- A joint venture does not receive income jointly. Therefore, no joint profit is determined or calculated.
- The parties to a joint venture carry on the venture severally rather than as an entity type arrangement. This may involve separate taxation and accounting treatments and that third parties are aware that the interests of the joint venture participants are several rather than joint.
- A manager may be appointed for the joint venture operations as agent of the joint venture parties.
- Joint venturer participants are unlikely to have rights that bind each other, as is usually the case with a partnership.
- Statements that the activity carried on is a ‘joint venture’ must be examined on the facts as it may merely be indicative but not conclusive.
What the ATO says
The ATO has published SMSF Ruling SMSFR 2009/4 which provides a description of a joint venture arrangement as an example of what is meant by 'asset', 'loan', 'investment in', 'lease' and 'lease arrangement' in the definition of an 'in-house asset'. The ruling does not refer to ‘joint venture’ but refers to ‘contractual arrangements’ being in existence probably because there is no technical meaning of the word joint venture.
Paragraphs 91 to 94 of the ruling describes an amount contributed for an SMSF towards the acquisition of an asset to be acquired by a company that is related to a fund member. The contract between the SMSF and the related company stipulates that the company controls and manages the asset and receives all the receipts in relation to the asset.
As part of the arrangement, there is no requirement on the SMSF to guarantee or indemnify the repayment of borrowings or other obligations of the related company. The SMSF acquires no legal, equitable or other interest in the asset and any interest is limited to its entitlement to receive contractual payments from the related company. Any right of the SMSF to receive payments from the related company which is calculated as a proportion of the proceeds from the sale of the property, lease or other use of the asset for which the SMSF has made the payment.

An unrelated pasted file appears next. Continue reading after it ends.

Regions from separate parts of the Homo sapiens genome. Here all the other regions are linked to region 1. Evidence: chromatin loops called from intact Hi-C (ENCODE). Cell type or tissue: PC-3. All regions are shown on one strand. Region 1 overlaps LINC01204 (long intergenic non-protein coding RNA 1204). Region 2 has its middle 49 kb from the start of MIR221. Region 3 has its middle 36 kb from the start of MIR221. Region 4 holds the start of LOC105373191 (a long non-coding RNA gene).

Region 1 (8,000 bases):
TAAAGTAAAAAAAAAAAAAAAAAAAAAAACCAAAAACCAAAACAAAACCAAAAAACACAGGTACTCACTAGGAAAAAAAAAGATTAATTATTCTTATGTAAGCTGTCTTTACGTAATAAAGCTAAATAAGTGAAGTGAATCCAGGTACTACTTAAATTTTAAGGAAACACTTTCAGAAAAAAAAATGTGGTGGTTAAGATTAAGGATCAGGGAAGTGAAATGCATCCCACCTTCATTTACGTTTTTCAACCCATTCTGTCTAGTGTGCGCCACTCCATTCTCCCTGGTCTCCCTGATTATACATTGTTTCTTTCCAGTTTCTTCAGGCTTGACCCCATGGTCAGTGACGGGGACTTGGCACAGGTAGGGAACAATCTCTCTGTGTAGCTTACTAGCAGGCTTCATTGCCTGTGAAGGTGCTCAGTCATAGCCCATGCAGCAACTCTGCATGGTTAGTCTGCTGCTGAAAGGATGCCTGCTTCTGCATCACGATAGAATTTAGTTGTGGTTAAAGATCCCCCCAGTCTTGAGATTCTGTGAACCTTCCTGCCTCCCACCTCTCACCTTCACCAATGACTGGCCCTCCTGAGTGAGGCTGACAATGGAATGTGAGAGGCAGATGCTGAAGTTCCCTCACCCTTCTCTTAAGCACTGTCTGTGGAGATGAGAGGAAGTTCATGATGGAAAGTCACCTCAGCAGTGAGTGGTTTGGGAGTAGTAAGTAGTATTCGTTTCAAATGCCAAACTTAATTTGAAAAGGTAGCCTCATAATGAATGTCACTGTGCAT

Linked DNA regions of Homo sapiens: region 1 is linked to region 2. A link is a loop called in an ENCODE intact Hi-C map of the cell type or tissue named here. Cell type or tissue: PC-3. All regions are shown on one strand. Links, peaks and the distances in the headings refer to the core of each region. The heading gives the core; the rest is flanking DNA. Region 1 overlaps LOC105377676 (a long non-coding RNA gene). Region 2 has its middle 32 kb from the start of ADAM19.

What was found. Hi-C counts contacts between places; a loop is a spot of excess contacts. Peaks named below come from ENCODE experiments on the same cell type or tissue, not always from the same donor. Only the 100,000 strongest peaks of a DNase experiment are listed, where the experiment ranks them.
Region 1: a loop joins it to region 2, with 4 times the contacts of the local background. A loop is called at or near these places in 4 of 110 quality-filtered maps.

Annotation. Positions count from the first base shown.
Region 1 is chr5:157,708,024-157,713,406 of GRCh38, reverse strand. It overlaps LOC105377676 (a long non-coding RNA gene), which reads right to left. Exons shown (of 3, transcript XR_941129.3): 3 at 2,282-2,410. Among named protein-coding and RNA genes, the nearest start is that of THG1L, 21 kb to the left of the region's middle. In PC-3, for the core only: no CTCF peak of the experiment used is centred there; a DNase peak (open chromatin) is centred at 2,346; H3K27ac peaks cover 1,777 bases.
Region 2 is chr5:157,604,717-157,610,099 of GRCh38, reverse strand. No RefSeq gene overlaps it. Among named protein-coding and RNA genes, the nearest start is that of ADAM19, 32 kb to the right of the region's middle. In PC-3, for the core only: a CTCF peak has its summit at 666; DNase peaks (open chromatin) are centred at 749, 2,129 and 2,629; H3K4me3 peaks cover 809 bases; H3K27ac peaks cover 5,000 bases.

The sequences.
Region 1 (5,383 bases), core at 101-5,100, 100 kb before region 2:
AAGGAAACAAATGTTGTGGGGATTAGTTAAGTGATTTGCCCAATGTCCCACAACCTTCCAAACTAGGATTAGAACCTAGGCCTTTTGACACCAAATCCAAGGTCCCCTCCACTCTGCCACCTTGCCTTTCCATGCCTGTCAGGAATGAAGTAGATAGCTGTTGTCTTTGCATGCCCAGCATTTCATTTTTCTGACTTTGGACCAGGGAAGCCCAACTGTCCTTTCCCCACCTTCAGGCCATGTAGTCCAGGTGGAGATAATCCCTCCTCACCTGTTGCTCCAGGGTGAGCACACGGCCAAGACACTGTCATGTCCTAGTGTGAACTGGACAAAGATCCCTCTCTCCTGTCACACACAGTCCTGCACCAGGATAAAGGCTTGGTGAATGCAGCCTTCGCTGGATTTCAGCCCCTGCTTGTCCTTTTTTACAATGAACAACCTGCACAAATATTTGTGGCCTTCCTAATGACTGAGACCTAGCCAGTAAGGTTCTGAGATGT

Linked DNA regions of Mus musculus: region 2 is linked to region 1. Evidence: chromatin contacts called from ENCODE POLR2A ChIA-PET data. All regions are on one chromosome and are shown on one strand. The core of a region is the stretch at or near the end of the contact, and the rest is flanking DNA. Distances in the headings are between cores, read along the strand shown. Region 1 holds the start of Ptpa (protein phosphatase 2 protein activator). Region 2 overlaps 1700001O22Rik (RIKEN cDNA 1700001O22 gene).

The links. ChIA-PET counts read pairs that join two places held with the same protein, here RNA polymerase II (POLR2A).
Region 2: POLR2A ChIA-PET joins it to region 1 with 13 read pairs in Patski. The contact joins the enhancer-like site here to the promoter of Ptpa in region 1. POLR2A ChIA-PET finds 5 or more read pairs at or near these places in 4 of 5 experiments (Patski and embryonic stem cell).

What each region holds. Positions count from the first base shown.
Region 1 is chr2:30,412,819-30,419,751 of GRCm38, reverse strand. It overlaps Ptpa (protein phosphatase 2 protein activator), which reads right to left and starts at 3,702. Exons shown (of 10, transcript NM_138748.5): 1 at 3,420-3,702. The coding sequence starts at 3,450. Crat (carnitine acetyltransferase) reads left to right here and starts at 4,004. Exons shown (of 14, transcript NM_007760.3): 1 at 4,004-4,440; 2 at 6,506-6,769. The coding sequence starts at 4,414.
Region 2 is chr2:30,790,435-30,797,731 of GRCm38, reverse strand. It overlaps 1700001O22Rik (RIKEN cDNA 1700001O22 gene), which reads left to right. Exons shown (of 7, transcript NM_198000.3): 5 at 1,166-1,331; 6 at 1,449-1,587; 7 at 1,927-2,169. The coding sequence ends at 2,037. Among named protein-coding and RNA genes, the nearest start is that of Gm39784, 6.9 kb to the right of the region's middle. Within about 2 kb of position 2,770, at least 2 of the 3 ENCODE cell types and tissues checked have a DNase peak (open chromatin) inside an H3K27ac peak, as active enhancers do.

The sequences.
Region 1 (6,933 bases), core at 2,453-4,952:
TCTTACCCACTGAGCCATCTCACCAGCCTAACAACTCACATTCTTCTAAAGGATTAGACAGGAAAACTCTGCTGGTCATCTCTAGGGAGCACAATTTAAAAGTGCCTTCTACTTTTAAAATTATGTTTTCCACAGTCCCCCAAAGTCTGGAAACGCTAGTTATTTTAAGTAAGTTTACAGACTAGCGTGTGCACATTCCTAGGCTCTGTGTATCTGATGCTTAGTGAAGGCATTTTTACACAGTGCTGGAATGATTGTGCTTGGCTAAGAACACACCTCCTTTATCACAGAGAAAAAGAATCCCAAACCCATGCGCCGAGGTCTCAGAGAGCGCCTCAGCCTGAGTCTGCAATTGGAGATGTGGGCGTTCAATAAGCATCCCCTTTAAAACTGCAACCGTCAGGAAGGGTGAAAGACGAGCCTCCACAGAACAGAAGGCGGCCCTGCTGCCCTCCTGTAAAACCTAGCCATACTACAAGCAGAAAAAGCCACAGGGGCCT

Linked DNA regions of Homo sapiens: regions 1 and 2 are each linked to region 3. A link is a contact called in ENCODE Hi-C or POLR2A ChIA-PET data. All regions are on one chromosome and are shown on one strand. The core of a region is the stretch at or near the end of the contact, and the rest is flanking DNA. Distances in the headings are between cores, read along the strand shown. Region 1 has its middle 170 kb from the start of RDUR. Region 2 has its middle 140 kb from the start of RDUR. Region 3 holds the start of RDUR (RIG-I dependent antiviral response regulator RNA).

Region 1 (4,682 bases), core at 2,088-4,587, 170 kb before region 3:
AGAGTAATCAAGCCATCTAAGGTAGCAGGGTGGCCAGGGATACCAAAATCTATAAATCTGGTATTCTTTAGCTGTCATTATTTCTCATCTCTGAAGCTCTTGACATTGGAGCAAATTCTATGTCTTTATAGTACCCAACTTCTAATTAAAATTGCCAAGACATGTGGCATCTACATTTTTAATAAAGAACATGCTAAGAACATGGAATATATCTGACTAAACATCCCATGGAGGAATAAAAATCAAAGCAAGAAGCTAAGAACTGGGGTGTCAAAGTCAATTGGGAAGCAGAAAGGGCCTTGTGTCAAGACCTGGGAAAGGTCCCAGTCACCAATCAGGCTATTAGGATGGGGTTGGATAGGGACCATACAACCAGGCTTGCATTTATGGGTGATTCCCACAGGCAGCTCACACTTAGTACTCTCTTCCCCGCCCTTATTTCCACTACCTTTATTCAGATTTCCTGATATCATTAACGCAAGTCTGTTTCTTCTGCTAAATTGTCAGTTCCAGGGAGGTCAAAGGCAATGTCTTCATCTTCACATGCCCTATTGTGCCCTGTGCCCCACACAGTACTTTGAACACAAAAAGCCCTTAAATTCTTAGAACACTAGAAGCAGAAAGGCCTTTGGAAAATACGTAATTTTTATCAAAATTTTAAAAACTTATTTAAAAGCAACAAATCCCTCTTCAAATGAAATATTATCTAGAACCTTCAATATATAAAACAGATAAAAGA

The ATO considers that such an arrangement is considered to be an investment by the SMSF in the related company as capital has been paid to the related company and used for its benefit. In exchange the SMSF has certain rights to ‘a share of profits’ from the use of the asset (para 94 of SMSF 2009/4). Any return on the investment is reliant on the actions of the related company and the financial risk that goes with the investment. It is concluded that the amount paid by the SMSF is an investment in the related party.
Whether this conclusion can be supported seems to be based on other information which is not disclosed in SMSFR 2009/4. The amount paid by the SMSF seems to be an investment in a related party for purposes of the in-house asset rules in section 71(1) of the SIS Act
It is unlikely that the arrangement would be a joint venture as the example indicates that the related company pays a share of profits to the SMSF due to the amount paid by the fund. The receipt of income jointly is a feature of a partnership under the tax definition and not a joint venture. This seems to conflict with other statements in the example that the SMSF is entitled to a proportion of the proceeds from the sale of the property etc. which would indicate the arrangement is a feature of a joint venture (para 93 of SMSFR 2009/4).
The ATO also issued Taxpayer Alert 2009/16: Circumvention of in-house asset rules by self-managed superannuation funds using related party agreements. TA 2009/16 describes an arrangement where an SMSF enters into an agreement with a related trust in a joint venture type arrangement to acquire assets such as rental property in order to obtain taxation and superannuation benefits. The ATO is concerned these arrangements may breach the superannuation in-house asset rules.
What APRA has said
APRA have also mentioned the term joint venture in paragraphs 31 to 33 of APRA Circular III.A.4 (archived) as it relates to the operation of the sole purpose test and the joint ownership of property. The Circular says at para 33:
the sole purpose test is unlikely to be satisfied in situations where the investments of the fund and those of the employer-sponsor or some other associated person become intertwined. For example, joint ventures where trustees invest in a particular asset or assets with the fund’s employer sponsor (such as an investment in real estate as tenant in common) may not, in certain circumstances, comply with the sole purpose test.
Unfortunately, APRA does not provide examples of types of investments which would be unacceptable in these circumstances and cause the fund to breach the sole purpose test, possibly because it is determined on the facts of the case.
This statement is consistent with court and tribunal cases where superannuation funds were used by employers as a mere extension of their business operations and it was co-incidence that employees received any benefit from the fund. These cases mainly relate to the operation of the law prior to the introduction of the SIS Act in 1994.
Whether a joint venture or partnership is in existence for taxation and superannuation purposes depends on the facts and the relationship of the parties. What may be considered a joint venture, in some situations, may actually be a partnership. If there is any doubt, legal advice of an administrative ruling from the ATO should be obtained to confirm that the arrangement is as intended to avoid any compliance issues and penalties being imposed on the fund.
Subscribe to SMSF News to receive my latest articlesGraeme Colley, Executive Manager, SMSF Technical and Private Wealth, SuperConcepts